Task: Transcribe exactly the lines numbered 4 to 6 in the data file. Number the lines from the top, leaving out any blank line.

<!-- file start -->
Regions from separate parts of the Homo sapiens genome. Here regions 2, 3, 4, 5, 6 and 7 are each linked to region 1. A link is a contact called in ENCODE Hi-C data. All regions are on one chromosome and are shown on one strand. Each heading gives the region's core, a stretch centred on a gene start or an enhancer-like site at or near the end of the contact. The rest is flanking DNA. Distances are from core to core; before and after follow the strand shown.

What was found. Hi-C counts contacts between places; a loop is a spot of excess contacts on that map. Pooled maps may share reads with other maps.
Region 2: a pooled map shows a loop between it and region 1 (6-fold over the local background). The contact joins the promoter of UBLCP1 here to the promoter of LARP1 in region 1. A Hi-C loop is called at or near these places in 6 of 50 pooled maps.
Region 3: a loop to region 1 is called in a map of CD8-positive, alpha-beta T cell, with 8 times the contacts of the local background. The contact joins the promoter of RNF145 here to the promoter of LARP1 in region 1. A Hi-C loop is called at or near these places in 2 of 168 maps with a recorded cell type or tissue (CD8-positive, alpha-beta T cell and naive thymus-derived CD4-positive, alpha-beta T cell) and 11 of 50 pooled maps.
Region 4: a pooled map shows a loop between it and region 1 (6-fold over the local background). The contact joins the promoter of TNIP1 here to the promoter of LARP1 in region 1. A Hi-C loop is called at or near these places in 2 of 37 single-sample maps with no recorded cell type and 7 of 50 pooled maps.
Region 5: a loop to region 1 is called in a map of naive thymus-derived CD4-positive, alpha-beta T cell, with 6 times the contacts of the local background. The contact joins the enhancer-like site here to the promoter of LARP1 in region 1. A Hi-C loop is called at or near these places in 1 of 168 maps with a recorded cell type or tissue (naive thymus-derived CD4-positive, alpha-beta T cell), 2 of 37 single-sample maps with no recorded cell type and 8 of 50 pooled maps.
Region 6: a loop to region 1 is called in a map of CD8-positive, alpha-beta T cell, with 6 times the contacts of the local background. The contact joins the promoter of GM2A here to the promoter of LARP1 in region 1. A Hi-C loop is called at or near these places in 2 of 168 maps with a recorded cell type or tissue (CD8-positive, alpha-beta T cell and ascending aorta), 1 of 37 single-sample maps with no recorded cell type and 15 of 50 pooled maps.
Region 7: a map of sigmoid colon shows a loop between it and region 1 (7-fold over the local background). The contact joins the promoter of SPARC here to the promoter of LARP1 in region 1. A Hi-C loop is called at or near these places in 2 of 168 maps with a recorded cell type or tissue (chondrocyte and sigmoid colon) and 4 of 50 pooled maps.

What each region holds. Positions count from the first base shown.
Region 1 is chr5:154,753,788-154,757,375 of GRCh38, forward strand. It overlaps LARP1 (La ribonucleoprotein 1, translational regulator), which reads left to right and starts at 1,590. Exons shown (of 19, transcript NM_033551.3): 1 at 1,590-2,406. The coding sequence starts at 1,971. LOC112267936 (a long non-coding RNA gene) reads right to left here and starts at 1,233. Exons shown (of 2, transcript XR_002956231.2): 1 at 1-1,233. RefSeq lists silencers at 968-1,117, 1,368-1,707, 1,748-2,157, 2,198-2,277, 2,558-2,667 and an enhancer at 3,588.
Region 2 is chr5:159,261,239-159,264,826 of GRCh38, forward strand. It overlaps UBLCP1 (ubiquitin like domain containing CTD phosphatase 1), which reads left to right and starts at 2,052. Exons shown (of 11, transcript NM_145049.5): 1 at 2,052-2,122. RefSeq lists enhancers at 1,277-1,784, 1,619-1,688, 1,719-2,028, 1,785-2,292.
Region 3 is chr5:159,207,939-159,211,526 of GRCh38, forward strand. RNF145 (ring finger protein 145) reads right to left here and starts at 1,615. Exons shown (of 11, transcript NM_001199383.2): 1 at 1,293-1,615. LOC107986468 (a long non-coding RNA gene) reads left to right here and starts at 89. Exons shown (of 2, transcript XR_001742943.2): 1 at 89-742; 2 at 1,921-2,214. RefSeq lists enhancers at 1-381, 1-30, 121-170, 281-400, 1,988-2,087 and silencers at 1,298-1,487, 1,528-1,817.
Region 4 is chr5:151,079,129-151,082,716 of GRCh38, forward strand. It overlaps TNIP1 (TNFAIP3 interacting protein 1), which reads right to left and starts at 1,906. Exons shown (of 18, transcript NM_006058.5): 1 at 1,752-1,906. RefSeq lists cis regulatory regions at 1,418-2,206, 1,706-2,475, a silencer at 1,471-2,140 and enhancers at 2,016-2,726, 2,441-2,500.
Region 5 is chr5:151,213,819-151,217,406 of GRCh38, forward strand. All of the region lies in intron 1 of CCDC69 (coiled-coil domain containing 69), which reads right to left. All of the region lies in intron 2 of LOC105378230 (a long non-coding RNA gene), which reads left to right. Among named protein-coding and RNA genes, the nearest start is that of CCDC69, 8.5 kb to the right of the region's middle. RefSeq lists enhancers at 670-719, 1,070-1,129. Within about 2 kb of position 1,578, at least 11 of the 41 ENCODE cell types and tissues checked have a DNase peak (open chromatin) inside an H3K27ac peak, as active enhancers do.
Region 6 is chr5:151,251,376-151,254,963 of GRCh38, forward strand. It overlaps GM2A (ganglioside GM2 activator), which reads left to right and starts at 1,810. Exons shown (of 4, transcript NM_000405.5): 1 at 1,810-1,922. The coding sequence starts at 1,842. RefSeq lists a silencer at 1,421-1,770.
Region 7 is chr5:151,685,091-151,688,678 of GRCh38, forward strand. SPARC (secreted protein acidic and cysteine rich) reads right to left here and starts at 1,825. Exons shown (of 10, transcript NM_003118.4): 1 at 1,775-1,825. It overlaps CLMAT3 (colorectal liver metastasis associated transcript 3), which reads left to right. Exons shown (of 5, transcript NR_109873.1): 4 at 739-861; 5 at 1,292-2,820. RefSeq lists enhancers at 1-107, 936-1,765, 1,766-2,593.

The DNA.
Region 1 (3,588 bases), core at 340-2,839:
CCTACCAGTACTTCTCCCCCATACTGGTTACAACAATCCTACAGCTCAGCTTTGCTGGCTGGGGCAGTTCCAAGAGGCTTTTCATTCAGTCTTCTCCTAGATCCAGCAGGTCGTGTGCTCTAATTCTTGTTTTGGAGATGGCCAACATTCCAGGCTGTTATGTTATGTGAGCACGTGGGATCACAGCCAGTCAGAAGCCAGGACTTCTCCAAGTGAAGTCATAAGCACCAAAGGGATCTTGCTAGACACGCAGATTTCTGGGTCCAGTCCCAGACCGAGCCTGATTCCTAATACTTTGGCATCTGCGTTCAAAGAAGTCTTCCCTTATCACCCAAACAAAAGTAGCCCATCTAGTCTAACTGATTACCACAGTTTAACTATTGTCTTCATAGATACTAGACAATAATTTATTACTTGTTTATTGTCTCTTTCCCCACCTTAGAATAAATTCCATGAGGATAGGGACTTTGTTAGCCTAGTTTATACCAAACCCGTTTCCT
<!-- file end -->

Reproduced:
Region 3: a loop to region 1 is called in a map of CD8-positive, alpha-beta T cell, with 8 times the contacts of the local background. The contact joins the promoter of RNF145 here to the promoter of LARP1 in region 1. A Hi-C loop is called at or near these places in 2 of 168 maps with a recorded cell type or tissue (CD8-positive, alpha-beta T cell and naive thymus-derived CD4-positive, alpha-beta T cell) and 11 of 50 pooled maps.
Region 4: a pooled map shows a loop between it and region 1 (6-fold over the local background). The contact joins the promoter of TNIP1 here to the promoter of LARP1 in region 1. A Hi-C loop is called at or near these places in 2 of 37 single-sample maps with no recorded cell type and 7 of 50 pooled maps.
Region 5: a loop to region 1 is called in a map of naive thymus-derived CD4-positive, alpha-beta T cell, with 6 times the contacts of the local background. The contact joins the enhancer-like site here to the promoter of LARP1 in region 1. A Hi-C loop is called at or near these places in 1 of 168 maps with a recorded cell type or tissue (naive thymus-derived CD4-positive, alpha-beta T cell), 2 of 37 single-sample maps with no recorded cell type and 8 of 50 pooled maps.